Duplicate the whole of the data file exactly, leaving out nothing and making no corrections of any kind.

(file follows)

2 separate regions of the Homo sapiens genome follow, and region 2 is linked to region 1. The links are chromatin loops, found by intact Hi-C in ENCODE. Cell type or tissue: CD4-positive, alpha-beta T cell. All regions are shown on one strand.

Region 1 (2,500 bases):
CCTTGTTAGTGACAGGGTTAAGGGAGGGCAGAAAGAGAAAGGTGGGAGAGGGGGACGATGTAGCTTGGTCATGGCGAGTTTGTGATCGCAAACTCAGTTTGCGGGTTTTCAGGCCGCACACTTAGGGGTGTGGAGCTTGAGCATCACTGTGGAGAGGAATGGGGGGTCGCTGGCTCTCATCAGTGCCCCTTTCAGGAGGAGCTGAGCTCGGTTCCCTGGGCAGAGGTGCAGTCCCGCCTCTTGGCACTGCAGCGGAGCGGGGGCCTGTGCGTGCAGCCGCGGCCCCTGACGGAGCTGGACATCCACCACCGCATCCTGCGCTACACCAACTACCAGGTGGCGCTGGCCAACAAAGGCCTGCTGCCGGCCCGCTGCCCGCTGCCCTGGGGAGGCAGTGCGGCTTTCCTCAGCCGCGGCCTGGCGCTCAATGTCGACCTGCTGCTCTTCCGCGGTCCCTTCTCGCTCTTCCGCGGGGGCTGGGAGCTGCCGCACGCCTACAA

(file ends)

2 separate regions of the Homo sapiens genome follow, and region 2 is linked to region 1. The links are chromatin loops, found by intact Hi-C in ENCODE. Cell type or tissue: CD4-positive, alpha-beta T cell. All regions are shown on one strand.

Region 1 (2,500 bases):
CCTTGTTAGTGACAGGGTTAAGGGAGGGCAGAAAGAGAAAGGTGGGAGAGGGGGACGATGTAGCTTGGTCATGGCGAGTTTGTGATCGCAAACTCAGTTTGCGGGTTTTCAGGCCGCACACTTAGGGGTGTGGAGCTTGAGCATCACTGTGGAGAGGAATGGGGGGTCGCTGGCTCTCATCAGTGCCCCTTTCAGGAGGAGCTGAGCTCGGTTCCCTGGGCAGAGGTGCAGTCCCGCCTCTTGGCACTGCAGCGGAGCGGGGGCCTGTGCGTGCAGCCGCGGCCCCTGACGGAGCTGGACATCCACCACCGCATCCTGCGCTACACCAACTACCAGGTGGCGCTGGCCAACAAAGGCCTGCTGCCGGCCCGCTGCCCGCTGCCCTGGGGAGGCAGTGCGGCTTTCCTCAGCCGCGGCCTGGCGCTCAATGTCGACCTGCTGCTCTTCCGCGGTCCCTTCTCGCTCTTCCGCGGGGGCTGGGAGCTGCCGCACGCCTACAA